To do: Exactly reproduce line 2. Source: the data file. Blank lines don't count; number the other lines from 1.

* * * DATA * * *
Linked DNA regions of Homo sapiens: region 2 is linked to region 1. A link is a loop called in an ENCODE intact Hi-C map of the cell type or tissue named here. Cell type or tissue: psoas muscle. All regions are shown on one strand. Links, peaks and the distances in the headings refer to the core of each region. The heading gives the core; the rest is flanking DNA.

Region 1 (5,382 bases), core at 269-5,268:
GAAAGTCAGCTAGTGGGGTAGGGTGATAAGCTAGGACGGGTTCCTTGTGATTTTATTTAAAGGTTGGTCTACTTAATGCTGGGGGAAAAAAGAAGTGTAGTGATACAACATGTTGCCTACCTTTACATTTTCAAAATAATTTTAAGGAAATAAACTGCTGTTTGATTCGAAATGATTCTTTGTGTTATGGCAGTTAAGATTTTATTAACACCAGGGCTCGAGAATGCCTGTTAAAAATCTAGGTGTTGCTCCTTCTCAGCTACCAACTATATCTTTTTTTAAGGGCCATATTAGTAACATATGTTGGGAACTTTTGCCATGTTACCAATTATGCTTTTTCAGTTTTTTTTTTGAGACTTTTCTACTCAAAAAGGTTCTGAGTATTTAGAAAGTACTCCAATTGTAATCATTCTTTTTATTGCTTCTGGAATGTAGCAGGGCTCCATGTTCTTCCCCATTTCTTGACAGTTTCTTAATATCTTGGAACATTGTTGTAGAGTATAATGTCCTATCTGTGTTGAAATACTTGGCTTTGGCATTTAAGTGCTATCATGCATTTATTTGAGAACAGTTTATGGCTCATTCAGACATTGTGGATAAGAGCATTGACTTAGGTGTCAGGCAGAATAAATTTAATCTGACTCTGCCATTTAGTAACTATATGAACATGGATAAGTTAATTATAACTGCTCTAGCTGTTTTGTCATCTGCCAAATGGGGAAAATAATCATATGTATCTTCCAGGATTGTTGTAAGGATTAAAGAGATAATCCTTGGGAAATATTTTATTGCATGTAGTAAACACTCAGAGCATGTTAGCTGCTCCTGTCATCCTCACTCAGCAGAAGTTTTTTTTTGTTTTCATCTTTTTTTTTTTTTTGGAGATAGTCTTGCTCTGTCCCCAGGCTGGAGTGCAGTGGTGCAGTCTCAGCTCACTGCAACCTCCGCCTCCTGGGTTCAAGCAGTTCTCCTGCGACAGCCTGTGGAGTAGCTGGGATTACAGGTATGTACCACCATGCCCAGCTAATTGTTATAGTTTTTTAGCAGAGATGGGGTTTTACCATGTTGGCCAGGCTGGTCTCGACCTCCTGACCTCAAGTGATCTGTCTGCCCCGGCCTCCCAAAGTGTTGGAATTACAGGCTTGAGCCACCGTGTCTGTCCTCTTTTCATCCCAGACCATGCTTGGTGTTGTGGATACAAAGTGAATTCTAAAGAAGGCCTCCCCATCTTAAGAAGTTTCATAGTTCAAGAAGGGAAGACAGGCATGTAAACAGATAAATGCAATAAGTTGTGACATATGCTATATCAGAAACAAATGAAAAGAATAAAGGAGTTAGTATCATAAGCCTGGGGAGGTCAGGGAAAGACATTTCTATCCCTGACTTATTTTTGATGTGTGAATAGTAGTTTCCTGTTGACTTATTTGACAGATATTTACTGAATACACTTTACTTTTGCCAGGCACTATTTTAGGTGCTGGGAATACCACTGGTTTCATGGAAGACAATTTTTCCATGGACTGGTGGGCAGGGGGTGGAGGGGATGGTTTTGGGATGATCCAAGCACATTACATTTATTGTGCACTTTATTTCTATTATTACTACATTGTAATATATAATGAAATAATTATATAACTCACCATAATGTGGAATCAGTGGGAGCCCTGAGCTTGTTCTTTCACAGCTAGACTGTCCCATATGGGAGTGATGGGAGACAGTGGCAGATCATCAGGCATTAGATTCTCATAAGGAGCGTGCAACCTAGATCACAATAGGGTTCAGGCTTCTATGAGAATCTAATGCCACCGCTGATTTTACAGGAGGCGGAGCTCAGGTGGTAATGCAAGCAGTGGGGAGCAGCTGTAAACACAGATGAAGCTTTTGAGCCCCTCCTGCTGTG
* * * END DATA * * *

Region 1 (5,382 bases), core at 269-5,268: